Power and performance: Fiji rugby’s transition from amateurism to professionalism
Rika, N and Finau, G and Samuwai, J and Kuma, C, Power and performance: Fiji rugby's transition from amateurism to professionalism, Accounting History, 21, (1) pp. 75-97. ISSN 1032-3732 (2016) [Refereed Article]
This article shows how accounting and rugby have been used as tools of control. It compares the role
of accounting in amateur and professional sport, initially analysing the Fiji Rugby Union’s (FRU) internal
documents from the period when Fiji was a British colony and rugby was an amateur sport. During this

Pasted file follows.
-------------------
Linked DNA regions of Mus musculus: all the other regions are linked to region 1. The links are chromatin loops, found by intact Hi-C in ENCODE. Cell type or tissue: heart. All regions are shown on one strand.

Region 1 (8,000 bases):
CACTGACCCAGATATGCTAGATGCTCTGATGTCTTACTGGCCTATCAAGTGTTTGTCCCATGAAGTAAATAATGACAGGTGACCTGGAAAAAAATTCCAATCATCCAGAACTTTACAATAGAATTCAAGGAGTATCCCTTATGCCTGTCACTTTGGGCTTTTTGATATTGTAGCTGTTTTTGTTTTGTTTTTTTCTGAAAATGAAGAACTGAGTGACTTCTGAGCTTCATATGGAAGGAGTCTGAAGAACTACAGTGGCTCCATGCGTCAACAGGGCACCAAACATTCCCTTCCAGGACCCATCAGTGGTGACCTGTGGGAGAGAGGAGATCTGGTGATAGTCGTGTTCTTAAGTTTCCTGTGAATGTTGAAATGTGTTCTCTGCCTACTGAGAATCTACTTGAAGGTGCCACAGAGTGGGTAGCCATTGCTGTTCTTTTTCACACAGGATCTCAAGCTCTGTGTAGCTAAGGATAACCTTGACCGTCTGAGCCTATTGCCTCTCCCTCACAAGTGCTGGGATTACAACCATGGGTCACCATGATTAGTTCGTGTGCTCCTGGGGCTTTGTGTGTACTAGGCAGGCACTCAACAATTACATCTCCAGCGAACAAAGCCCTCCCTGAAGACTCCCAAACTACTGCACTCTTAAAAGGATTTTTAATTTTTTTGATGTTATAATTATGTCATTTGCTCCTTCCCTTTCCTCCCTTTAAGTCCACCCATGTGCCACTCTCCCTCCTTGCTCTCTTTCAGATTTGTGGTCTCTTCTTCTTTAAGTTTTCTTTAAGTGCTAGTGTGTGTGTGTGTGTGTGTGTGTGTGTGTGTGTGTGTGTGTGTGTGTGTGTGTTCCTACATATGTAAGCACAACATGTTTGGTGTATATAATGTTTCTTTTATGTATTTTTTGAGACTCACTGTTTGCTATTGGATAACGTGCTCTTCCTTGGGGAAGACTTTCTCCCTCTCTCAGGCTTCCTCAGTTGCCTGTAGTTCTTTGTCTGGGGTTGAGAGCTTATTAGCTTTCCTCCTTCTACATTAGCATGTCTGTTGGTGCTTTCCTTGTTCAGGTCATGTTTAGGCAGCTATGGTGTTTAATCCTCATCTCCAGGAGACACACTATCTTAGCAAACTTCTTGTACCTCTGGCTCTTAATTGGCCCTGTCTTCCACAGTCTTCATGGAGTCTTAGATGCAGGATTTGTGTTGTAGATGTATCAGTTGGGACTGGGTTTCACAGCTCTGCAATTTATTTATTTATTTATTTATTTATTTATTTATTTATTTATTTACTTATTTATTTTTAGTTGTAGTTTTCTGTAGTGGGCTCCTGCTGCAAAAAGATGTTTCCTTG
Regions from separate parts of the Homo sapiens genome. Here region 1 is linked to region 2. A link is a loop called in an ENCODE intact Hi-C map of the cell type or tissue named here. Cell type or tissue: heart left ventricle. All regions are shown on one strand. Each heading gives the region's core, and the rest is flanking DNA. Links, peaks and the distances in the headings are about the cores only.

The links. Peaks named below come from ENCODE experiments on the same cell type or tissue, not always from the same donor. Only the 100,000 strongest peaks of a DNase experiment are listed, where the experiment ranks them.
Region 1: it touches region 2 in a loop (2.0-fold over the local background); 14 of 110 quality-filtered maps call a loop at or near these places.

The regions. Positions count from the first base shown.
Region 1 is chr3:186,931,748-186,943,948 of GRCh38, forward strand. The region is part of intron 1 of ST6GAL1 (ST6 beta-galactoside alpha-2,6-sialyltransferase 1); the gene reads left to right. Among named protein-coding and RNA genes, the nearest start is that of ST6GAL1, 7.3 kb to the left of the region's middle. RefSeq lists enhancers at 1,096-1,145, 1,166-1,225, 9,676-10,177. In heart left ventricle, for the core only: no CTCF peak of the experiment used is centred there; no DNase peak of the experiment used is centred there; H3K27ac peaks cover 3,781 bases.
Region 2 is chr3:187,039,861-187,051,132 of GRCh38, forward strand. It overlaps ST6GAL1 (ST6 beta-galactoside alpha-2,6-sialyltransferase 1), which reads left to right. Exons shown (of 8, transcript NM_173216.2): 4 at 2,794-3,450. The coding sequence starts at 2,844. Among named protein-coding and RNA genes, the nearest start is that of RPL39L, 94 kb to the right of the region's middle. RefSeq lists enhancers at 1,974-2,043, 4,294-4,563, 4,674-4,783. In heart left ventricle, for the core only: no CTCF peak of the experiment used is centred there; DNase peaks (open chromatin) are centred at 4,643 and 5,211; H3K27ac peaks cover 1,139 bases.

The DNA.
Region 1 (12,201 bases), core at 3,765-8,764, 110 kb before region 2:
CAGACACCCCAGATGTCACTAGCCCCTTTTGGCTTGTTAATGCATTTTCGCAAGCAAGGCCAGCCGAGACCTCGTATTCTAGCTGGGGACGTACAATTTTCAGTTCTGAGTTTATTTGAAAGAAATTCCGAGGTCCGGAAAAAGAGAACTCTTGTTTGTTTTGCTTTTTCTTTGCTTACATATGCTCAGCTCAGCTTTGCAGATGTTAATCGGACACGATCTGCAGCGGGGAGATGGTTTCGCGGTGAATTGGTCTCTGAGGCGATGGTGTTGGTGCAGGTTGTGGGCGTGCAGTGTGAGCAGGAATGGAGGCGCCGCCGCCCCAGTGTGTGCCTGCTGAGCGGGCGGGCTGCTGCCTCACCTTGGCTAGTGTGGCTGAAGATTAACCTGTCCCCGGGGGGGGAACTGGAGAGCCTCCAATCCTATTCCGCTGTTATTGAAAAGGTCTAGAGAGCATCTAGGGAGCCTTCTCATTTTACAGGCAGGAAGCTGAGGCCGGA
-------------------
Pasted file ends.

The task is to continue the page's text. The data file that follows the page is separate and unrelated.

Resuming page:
period, the FRU practised rudimentary accounting since it relied primarily on internally-generated funds
and therefore had virtually no public accountability. The FRU board emphasized rugby’s core values
and downplayed the importance of money. However, in the professional period, donors require more
sophisticated financial reporting and auditing to monitor usage of their grants and evaluate the impact of
their investments. The FRU has encountered conflict with its donors due to repeated financial losses and
alleged mismanagement. This article reveals that those losses originated in the amateur period through
diseconomies of scale, inequitable arrangements for international matches and unsustainable funding models.
Rather than helping the FRU to address these underlying problems, powerful stakeholders continue using
financial resources and governance structures to control and exploit Fiji rugby.